The Download: 'Fault in Our Stars' Edging Out 'Edge of Tomorrow' and Harrison Ford's Bad Break

Warner Bros.

We talk about the The Fault in Our Stars out-grossing Tom Cruise's pricey sci fi actioner Edge of Tomorrow, Harrison Ford's unfortunately accident on the set of Episode VII and more on this edition of The Download.

Binh: Let's talk last weekend's box office. The Fault in Our Stars, this $12 million dollar movie, managed to handily, ahem, edge out Tom Cruise's $100 million plus effects-laden sci fi extravaganza, Edge of Tomorrow. TFIOS opened to $48 million to Edge's $28 million. According to Fox, the audience for TFIOS are 82 percent female. Hey, females go to the cinemas too! Jeff, didn't you say you were trying to take in a TFIOS screening, but the theaters in your area were all in on Tom Cruise?

Apparently, Warner Bros. was expecting a soft box office for Edge of Tomorrow and that's one of the reason why they pushed the Wachowskis' Jupiter Ascending back to February of next year. They don't want two expensive underperforming movies on their books in one year.

Jeff: It's fascinating to me. Popcorn premise, great reviews...why didn't people show up?

Sara: I thought, if anything, it too closely resembled Oblivion in subject, and that was no good.

Jeff: Tom Cruise stars in Tax Write-Off, a movie about an aging star who continually finds himself whiffing in the same futuristic action thriller!

Sara: Ha! Like taxes, he just keeps coming back. Out April 15th.

I hated Oblivion but Edge of Tomorrow was fun and cathartic. It's like watching Cruise pay penance for all his exhausting career mistakes. It's also a great metaphor--I interviewed this documentarian this weekend about how he keeps going and I was like "you think at some point the motivation to create becomes does Tom Cruise wake up and say "I have to work" or is the media and the publicity and the alien that pumps him with crazy juice what he needs to keep going?" It's a big question.

Binh: Maybe you just wanted to see Cruise get killed, Sara. And Emily Blunt is no Megan Fox or Olga Kurylenko, if you know what I mean. Did they show who or what Cruise is up against in the previews? I don't recall. Maybe that had something to do with it too. Can we also somehow pin this on E3 or the World Cup?

Cruise has stood the test of time and, like Harrison Ford, he'll be able to find work as long as he's able and willing. And that discipline to keep going is the reason for his longevity, I think.

Sara: I was sure Scientology was also part of his "secret."

Binh: Shhh...the first rule of Scientology is you don't talk about Scientology.

Speaking of Ford, he just broke his ankle on the set of Episode VII. I guess this means a fifth Indiana Jones really out of the question now.

Jeff: I hope Robert Downey, Jr. sends him flowers.

Binh: It sounds bad though. Supposedly, a hydraulic door fell on his ankle and fractured it. We're talking about a long rehab process here. You think this will affect the release date?

Jeff: Given the rumors surrounding Abrams' supposed lobbying for a later release, you have to wonder if the movie getting bumped would be such a bad thing. For everyone but the tie-in partners, I mean.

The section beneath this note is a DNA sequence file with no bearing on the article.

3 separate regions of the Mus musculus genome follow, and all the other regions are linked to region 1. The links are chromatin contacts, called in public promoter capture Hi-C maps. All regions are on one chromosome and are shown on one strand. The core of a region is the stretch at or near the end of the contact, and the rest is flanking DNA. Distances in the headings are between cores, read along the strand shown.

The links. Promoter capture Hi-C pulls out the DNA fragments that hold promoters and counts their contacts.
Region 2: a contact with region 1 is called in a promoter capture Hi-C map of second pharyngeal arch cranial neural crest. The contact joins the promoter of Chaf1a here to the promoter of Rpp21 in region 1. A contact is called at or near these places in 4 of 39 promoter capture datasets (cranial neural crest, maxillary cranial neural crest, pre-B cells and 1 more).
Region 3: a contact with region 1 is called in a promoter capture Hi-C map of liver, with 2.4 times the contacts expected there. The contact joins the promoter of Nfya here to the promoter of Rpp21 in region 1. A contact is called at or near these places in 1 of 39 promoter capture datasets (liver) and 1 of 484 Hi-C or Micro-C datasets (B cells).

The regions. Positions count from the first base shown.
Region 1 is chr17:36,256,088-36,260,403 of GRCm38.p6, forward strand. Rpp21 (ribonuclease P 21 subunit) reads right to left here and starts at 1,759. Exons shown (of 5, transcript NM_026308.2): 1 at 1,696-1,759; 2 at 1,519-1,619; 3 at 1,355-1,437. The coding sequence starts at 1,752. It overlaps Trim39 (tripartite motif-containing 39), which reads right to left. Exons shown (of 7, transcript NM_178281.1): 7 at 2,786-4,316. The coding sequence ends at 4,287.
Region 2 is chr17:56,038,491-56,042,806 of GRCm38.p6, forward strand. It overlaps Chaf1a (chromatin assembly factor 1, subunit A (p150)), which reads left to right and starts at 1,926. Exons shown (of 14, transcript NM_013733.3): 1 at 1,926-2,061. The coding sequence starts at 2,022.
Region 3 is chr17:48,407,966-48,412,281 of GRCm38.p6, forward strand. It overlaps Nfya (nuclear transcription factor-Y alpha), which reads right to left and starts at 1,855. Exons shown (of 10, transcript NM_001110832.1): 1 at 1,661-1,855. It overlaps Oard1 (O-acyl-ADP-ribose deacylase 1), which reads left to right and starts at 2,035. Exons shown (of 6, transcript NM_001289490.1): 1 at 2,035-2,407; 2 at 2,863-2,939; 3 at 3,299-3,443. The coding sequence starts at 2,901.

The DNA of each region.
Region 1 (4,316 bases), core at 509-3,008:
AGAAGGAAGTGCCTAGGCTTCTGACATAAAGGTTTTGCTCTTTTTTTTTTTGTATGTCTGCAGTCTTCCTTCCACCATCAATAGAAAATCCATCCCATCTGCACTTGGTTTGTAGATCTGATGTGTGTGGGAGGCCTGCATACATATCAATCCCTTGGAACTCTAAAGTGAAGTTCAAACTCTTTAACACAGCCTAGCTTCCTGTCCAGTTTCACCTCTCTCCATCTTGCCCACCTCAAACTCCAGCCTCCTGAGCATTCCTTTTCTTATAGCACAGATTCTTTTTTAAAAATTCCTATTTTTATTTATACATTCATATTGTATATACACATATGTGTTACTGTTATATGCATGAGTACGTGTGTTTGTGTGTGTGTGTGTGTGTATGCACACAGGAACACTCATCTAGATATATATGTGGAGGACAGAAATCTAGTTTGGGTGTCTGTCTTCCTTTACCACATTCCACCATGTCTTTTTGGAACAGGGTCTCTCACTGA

Sara: Are you saying you think the market on Star Wars band aids will go up?

Binh: Having more time to work on a movie is always a good thing, however, I suspect they'll just work around Ford's injury. Nothing a hood and a body double won't fix or just write his injury into the story. There's just too much tied up in keeping the date as you alluded to.

We spoke about Marvel meeting with potential directors for Ant-Man in last week's Download, and the one they finally got to replace Edgar Wright is Peyton Reed, who really wasn't in the conversation until last Friday. From the report, it sounded Reed only got the job because Marvel's other choices weren't that interested. So, Marvel got the director it deserves, yes? Just want to be clear: I'm not saying Reed is a scrub. I'm saying Marvel got the Yes Man (pun intended) they're looking for.

Jeff: Yeah, and it certainly seems that way. I'm reluctant to cast aspersions on Reed, much as his resume might seem to beg for it. And much as I'd love to believe other directors begged off Ant-Man out of deference to Wright or because they were repulsed by its doctored script, the fact remains that Marvel's made all kinds of questionable-seeming moves over the years, and they always seem to pan out. Who really knows what's going on?

Sara: I love the idea of using a director with a background in musicals. I know they're not playing that angle up but I remember reading that Hong Kong movies liked Kung fu actors to be balletic and that seems possible here too. Also possible: jazz hands!

Binh: You really can't dispute Marvel's track record, so we'll have to trust them on this.

Moving on, after sitting out her non-compete period, the indomitable Nikki Finke is back with a new site,, and one of her first posts includes Warner Bros.' supposed Comic-Con plans. If she is to be believed, the studio is finally going full-bore with its superhero plans in the next couple of years.

Jeff: If that Warners/DC scoop is on the money, she's gotten her new venture off to a very good start. Of course, that doesn't mean these DC movies are going to be any good...

Binh: I have bad news for you in regards to the DC movies, Jeff. Here's what WB's studio president Greg Silverman said in one of the article I've referenced.

"I have done really well in my career betting on Zack Snyder. If I can bet on him once or twice a year, I'd love it."



With that, we've reached the end of this edition of The Download. Until next time.

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